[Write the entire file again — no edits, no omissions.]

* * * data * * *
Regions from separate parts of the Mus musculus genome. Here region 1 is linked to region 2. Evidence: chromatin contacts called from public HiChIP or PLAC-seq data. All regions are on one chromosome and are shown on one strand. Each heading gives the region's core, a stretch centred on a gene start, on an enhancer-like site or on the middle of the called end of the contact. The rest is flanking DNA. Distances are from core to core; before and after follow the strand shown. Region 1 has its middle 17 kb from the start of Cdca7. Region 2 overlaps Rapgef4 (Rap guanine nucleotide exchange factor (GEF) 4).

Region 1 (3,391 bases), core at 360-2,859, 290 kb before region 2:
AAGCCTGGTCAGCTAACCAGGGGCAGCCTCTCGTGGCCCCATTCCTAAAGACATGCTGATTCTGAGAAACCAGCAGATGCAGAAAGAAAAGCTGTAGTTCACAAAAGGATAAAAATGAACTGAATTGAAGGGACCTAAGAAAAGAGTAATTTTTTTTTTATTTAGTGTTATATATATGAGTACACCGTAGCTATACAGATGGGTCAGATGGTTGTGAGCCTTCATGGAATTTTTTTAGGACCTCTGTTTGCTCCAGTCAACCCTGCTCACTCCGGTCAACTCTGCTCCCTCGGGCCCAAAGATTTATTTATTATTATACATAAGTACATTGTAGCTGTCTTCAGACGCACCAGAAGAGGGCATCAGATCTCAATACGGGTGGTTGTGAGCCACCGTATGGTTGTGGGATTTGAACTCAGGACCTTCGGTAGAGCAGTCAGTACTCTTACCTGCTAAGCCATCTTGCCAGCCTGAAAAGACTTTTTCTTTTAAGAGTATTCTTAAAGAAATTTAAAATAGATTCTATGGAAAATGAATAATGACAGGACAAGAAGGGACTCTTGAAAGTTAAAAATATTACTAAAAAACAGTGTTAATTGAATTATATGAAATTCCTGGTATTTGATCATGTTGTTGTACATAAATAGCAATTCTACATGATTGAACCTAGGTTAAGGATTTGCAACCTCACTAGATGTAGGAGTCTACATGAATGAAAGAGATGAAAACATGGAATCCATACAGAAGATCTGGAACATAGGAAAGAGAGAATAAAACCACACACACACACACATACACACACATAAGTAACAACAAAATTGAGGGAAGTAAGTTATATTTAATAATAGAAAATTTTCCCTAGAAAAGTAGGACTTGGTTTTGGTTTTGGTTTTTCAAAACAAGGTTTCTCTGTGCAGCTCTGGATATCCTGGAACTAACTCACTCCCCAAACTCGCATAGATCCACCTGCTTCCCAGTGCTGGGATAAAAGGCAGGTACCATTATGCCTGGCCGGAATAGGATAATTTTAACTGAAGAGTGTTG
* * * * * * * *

Regions from separate parts of the Mus musculus genome. Here region 1 is linked to region 2. Evidence: chromatin contacts called from public HiChIP or PLAC-seq data. All regions are on one chromosome and are shown on one strand. Each heading gives the region's core, a stretch centred on a gene start, on an enhancer-like site or on the middle of the called end of the contact. The rest is flanking DNA. Distances are from core to core; before and after follow the strand shown. Region 1 has its middle 17 kb from the start of Cdca7. Region 2 overlaps Rapgef4 (Rap guanine nucleotide exchange factor (GEF) 4).

Region 1 (3,391 bases), core at 360-2,859, 290 kb before region 2:
AAGCCTGGTCAGCTAACCAGGGGCAGCCTCTCGTGGCCCCATTCCTAAAGACATGCTGATTCTGAGAAACCAGCAGATGCAGAAAGAAAAGCTGTAGTTCACAAAAGGATAAAAATGAACTGAATTGAAGGGACCTAAGAAAAGAGTAATTTTTTTTTTATTTAGTGTTATATATATGAGTACACCGTAGCTATACAGATGGGTCAGATGGTTGTGAGCCTTCATGGAATTTTTTTAGGACCTCTGTTTGCTCCAGTCAACCCTGCTCACTCCGGTCAACTCTGCTCCCTCGGGCCCAAAGATTTATTTATTATTATACATAAGTACATTGTAGCTGTCTTCAGACGCACCAGAAGAGGGCATCAGATCTCAATACGGGTGGTTGTGAGCCACCGTATGGTTGTGGGATTTGAACTCAGGACCTTCGGTAGAGCAGTCAGTACTCTTACCTGCTAAGCCATCTTGCCAGCCTGAAAAGACTTTTTCTTTTAAGAGTATTCTTAAAGAAATTTAAAATAGATTCTATGGAAAATGAATAATGACAGGACAAGAAGGGACTCTTGAAAGTTAAAAATATTACTAAAAAACAGTGTTAATTGAATTATATGAAATTCCTGGTATTTGATCATGTTGTTGTACATAAATAGCAATTCTACATGATTGAACCTAGGTTAAGGATTTGCAACCTCACTAGATGTAGGAGTCTACATGAATGAAAGAGATGAAAACATGGAATCCATACAGAAGATCTGGAACATAGGAAAGAGAGAATAAAACCACACACACACACACATACACACACATAAGTAACAACAAAATTGAGGGAAGTAAGTTATATTTAATAATAGAAAATTTTCCCTAGAAAAGTAGGACTTGGTTTTGGTTTTGGTTTTTCAAAACAAGGTTTCTCTGTGCAGCTCTGGATATCCTGGAACTAACTCACTCCCCAAACTCGCATAGATCCACCTGCTTCCCAGTGCTGGGATAAAAGGCAGGTACCATTATGCCTGGCCGGAATAGGATAATTTTAACTGAAGAGTGTTG